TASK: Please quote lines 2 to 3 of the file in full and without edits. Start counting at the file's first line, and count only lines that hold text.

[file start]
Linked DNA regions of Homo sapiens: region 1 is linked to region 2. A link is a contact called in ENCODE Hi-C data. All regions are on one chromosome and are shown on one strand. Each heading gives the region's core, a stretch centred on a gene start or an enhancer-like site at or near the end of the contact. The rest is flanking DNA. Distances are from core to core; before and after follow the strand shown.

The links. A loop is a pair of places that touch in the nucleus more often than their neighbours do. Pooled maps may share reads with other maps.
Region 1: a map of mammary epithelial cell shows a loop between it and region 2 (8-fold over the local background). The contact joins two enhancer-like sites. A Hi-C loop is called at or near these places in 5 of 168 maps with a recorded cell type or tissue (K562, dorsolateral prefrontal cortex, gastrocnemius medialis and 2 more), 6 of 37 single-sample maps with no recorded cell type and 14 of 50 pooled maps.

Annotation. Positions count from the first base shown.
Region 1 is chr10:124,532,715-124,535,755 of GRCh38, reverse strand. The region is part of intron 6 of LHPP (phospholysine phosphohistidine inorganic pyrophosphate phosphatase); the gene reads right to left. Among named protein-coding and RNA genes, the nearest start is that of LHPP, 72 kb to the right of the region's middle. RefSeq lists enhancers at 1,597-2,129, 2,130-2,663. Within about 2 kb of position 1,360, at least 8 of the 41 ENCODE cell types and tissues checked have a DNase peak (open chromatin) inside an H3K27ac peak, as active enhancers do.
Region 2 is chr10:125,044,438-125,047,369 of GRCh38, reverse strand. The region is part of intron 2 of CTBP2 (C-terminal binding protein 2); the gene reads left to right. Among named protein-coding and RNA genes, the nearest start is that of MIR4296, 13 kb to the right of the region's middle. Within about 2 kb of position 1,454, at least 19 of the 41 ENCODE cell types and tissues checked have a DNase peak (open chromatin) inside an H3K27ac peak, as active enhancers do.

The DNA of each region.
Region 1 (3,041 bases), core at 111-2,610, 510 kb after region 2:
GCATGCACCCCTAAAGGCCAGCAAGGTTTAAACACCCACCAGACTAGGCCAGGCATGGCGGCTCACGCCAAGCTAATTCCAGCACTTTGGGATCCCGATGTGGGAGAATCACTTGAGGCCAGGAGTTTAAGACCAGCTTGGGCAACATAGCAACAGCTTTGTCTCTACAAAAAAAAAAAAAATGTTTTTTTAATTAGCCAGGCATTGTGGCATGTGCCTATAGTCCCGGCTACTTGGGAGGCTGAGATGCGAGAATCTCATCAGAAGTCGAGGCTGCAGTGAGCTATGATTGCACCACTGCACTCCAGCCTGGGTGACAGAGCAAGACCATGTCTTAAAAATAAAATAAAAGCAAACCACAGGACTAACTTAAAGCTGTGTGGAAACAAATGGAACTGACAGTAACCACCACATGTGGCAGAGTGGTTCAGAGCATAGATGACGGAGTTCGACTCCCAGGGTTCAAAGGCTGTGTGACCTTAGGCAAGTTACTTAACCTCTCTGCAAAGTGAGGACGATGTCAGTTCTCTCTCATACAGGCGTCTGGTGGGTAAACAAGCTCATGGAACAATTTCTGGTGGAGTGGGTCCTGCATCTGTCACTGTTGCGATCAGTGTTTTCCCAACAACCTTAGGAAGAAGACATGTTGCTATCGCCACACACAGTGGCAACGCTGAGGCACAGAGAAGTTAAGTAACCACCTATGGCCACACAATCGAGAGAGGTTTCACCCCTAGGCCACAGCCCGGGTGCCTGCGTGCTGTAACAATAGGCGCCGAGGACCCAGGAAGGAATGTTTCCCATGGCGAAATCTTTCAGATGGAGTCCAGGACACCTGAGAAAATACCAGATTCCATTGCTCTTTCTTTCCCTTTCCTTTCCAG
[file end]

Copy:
The links. A loop is a pair of places that touch in the nucleus more often than their neighbours do. Pooled maps may share reads with other maps.
Region 1: a map of mammary epithelial cell shows a loop between it and region 2 (8-fold over the local background). The contact joins two enhancer-like sites. A Hi-C loop is called at or near these places in 5 of 168 maps with a recorded cell type or tissue (K562, dorsolateral prefrontal cortex, gastrocnemius medialis and 2 more), 6 of 37 single-sample maps with no recorded cell type and 14 of 50 pooled maps.